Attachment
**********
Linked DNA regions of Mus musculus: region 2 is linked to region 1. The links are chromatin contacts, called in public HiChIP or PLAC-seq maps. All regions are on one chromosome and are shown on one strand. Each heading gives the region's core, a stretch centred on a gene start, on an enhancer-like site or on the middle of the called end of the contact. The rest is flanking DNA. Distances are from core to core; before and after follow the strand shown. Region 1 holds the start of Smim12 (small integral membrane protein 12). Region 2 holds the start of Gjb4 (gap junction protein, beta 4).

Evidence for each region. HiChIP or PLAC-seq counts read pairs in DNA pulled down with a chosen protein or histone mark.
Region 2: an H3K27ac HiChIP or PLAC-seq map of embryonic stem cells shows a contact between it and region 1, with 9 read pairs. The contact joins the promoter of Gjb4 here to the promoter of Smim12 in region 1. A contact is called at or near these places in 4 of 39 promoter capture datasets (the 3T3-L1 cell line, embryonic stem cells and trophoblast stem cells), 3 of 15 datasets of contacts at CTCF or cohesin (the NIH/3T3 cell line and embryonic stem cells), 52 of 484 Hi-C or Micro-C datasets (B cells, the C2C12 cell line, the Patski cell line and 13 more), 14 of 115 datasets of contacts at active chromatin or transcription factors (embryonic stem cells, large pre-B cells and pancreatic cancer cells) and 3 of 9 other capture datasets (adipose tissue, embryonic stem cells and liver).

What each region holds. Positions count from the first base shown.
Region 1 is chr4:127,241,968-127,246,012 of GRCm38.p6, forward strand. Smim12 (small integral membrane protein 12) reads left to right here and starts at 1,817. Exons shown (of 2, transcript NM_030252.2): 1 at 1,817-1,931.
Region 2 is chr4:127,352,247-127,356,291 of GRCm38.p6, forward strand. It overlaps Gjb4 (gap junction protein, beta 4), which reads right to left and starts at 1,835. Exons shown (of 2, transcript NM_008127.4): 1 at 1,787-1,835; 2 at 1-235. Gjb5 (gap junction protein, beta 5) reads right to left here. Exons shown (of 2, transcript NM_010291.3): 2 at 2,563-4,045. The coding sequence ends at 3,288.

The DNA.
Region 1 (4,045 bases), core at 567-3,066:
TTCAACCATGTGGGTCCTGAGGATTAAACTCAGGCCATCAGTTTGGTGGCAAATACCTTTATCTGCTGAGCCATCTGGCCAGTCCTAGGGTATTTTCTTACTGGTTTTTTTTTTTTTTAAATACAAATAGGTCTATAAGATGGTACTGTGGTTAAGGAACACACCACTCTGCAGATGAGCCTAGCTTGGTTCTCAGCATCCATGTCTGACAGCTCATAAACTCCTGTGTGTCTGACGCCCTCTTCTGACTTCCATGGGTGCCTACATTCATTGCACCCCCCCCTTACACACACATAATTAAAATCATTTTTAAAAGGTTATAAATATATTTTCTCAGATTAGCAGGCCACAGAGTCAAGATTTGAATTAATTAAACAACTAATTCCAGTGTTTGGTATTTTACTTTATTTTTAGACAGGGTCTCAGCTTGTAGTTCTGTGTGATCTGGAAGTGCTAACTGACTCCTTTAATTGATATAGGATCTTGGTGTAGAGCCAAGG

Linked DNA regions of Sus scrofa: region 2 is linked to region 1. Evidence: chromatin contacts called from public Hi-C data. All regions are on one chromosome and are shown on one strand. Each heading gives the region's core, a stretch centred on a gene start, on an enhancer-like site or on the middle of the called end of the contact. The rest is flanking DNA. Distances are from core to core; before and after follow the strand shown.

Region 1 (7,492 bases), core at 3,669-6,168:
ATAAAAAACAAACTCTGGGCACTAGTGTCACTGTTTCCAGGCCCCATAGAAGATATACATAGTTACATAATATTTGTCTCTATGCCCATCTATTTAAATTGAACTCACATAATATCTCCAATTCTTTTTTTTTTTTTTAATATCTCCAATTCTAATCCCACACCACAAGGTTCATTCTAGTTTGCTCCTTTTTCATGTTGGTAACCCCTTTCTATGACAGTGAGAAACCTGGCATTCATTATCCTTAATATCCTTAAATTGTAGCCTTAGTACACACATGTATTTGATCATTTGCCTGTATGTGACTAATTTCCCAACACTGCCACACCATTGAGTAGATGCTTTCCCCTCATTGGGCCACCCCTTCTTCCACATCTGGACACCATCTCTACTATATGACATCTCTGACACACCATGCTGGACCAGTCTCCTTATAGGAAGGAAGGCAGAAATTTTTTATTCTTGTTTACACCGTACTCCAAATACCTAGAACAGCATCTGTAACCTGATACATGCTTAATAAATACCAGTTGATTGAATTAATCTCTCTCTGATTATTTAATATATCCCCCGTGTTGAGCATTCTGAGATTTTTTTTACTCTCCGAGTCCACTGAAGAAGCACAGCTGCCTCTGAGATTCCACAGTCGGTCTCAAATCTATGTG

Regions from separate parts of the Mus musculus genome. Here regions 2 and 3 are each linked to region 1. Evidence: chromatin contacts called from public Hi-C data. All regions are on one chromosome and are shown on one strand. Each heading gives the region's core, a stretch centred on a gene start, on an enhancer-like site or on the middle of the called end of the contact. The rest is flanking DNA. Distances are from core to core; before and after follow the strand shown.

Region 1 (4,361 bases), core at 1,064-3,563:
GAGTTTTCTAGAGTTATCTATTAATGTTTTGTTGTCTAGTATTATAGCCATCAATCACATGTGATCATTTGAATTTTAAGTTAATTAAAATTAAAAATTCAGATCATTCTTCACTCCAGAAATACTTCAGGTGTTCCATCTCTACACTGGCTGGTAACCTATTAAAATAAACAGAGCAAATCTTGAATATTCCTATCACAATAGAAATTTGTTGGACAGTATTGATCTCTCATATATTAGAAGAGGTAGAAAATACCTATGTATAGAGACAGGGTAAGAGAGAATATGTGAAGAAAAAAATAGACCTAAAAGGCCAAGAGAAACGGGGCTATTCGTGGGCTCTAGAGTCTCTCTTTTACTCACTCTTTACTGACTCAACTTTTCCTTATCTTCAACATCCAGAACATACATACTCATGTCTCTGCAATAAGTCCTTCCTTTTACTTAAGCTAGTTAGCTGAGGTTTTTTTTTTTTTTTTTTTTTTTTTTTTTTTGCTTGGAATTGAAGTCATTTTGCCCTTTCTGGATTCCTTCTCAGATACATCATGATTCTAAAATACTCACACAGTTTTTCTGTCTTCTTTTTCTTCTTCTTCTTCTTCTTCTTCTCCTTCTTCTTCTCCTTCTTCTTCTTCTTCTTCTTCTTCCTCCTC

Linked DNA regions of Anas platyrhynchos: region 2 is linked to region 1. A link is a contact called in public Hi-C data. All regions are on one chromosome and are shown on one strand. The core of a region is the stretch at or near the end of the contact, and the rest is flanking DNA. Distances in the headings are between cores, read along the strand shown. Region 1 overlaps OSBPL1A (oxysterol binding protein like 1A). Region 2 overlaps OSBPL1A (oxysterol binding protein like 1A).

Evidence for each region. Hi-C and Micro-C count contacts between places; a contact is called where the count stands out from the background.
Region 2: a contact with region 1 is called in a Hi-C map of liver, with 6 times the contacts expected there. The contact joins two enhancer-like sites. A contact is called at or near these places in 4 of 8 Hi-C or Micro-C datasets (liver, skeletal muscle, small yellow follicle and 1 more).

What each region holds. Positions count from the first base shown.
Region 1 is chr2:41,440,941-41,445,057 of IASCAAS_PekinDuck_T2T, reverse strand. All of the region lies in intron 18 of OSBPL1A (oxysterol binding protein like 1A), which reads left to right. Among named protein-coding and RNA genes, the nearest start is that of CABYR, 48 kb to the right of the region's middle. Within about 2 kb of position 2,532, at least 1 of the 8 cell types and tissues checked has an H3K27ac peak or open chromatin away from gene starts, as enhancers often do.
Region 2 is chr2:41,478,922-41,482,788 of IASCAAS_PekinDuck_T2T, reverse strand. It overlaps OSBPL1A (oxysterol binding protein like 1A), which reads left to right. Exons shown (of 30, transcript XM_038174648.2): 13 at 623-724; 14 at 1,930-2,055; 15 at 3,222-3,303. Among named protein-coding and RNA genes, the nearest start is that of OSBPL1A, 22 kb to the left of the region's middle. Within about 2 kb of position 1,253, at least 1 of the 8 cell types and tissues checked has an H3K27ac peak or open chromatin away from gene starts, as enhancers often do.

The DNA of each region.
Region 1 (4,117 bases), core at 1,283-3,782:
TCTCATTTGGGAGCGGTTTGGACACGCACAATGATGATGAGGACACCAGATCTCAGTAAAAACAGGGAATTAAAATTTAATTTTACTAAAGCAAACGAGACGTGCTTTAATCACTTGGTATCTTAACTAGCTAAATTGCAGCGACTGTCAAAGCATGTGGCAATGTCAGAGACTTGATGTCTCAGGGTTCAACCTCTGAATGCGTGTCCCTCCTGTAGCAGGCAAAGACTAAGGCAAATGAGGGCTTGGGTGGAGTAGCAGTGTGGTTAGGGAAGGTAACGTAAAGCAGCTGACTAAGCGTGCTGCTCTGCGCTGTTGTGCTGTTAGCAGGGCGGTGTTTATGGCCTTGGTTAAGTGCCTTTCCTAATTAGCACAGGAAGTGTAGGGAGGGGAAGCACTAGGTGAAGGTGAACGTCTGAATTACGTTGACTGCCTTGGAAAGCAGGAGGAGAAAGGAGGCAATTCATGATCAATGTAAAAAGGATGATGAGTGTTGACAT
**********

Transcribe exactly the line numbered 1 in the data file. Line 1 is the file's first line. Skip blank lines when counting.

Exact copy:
Linked DNA regions of Mus musculus: region 2 is linked to region 1. The links are chromatin contacts, called in public HiChIP or PLAC-seq maps. All regions are on one chromosome and are shown on one strand. Each heading gives the region's core, a stretch centred on a gene start, on an enhancer-like site or on the middle of the called end of the contact. The rest is flanking DNA. Distances are from core to core; before and after follow the strand shown. Region 1 holds the start of Smim12 (small integral membrane protein 12). Region 2 holds the start of Gjb4 (gap junction protein, beta 4).